As additional funds began to appear in our mailbox and as time progressed, we were able to expand services, to include the Basket Brigade which can provide assistance for Back to School Clothes, Thanksgiving and Christmas baskets. Prior to the FISH Christmas Basket program, there were several churches and organizations that provided holiday assistance for families. This meant that some received several baskets while others were overlooked. Since 1991, there has been just one island-wide Christmas Basket Brigade, supported by our churches, organizations, and a host of generous individuals. In 2000 we added the Clothes for Kids program which ensures that children have new outfits for their first two days of school.
There is never a charge for any FISH service and volunteers receive no reimbursement for expenses that they may incur, with the exception of gas expenses when requested. Services are provided regardless of the economic status of clients, except for financial assistance (see Special Needs and Basket Brigades below).
In order to expand our message into the electronic age, FISH continues to develop their website, www.pineislandfish.org to bring information to both volunteers and interested potential volunteers and donors. The FISH Tales will be updated on a yearly basis to include our latest advances and accomplishments.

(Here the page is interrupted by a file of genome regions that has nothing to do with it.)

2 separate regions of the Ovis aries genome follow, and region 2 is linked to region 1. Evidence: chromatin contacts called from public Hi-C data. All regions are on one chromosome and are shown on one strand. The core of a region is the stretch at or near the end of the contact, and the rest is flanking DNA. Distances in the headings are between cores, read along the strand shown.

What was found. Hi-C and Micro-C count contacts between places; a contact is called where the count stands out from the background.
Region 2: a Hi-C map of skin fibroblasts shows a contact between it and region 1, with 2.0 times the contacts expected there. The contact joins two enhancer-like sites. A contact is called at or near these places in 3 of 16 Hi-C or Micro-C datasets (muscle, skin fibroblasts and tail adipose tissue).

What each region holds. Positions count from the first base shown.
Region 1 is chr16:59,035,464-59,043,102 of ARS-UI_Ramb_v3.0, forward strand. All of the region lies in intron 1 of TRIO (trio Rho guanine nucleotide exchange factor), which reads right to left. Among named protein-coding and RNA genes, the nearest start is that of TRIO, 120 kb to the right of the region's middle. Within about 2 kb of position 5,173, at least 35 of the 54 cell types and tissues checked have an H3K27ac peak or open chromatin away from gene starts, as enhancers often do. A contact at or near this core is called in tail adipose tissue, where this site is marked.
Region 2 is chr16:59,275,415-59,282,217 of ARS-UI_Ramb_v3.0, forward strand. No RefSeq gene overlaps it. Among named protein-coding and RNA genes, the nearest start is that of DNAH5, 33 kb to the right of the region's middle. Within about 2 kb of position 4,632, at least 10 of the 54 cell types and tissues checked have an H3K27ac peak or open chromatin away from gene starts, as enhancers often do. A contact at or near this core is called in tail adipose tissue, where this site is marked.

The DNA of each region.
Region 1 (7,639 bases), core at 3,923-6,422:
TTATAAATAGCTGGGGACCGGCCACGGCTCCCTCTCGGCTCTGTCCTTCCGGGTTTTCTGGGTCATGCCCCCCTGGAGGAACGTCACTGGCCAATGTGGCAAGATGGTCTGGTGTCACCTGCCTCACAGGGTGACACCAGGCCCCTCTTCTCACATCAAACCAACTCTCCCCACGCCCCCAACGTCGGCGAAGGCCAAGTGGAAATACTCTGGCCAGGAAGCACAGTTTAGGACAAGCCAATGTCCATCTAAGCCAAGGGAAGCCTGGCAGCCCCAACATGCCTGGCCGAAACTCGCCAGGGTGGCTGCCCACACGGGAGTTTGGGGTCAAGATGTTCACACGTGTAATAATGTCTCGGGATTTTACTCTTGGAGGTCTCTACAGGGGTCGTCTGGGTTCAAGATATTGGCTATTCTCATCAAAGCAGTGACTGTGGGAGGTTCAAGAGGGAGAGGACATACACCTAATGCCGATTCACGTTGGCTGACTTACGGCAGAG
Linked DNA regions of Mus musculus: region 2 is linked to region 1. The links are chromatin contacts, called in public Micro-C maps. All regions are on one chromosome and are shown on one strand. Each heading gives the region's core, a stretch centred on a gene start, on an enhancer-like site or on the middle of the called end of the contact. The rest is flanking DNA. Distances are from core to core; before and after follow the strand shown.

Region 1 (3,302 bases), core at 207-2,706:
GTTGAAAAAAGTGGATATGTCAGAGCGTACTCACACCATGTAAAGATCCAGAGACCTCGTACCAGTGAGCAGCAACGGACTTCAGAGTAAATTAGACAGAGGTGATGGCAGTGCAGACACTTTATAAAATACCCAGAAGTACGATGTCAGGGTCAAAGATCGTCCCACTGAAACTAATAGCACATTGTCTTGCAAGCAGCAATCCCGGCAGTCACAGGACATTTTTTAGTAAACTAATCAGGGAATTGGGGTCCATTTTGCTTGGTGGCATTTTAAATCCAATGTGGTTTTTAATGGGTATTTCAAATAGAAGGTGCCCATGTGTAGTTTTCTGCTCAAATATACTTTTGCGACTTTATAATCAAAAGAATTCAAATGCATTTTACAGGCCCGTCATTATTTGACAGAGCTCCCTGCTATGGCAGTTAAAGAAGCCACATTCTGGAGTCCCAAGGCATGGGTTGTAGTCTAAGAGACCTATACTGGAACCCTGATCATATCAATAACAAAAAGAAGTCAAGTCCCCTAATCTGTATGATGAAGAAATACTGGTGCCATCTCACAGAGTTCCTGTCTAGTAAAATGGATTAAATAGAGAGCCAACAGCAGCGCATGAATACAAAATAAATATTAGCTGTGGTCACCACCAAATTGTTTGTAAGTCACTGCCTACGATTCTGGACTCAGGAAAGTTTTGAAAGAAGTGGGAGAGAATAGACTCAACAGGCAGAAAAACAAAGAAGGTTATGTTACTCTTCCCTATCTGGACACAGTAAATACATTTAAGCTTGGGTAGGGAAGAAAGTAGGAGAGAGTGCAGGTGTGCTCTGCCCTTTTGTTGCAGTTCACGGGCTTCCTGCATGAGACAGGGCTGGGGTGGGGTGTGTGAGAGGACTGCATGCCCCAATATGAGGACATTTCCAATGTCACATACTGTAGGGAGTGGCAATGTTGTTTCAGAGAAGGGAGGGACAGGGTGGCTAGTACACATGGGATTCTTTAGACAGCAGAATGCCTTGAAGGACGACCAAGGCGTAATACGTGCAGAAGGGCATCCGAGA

The 1987 Steering Committee, pictured here, developed the board structure, the types of services to be provided (transportation, telephone reassurance, friendly visiting, minor home repairs, temporary meal preparation/ household chores, shopping and respite), created job descriptions, and the process by which volunteers would provide service, maintain records, etc.
The original group of three (Lois, Lilian and Betty) was increased to a group of six with the addition of Earl Enge, Mary Shaw and Laura Rider. The first Board of Pine Island FISH consisted of these six and two additional members, Carol Dossing and Dr. Lou Mauney.
The first donation was from Kiwanis ($50) to install a phone line, then within a few weeks a fund-raiser was held which resulted in contributions of about $500. Below is the press coverage of this early fundraiser. That was the entire FISH treasury in February 1987, but we were on our way!
The Pine Island FISH organization applied for and received tax exempt status as a 501c(3) organization in April 1994. The organization also registered with the State of Florida.
Pine Island FISH Over the Years
By the mid 1990’s, FISH was 54 volunteers strong and still maintaining their high level of service. Calls for services rose from 349 in 1988 to 1320 during 1995. There was always a continuing need and recruitment of volunteers. The summer season was always the hardest time of year to find volunteers; an issue that lasts until present times. In addition, FISH joined a community effort in November 1995 to establish the Pine Island Community Food Pantry; a service that continues through the present. Below is an Eagle article on the Pantry from April 10, 1996.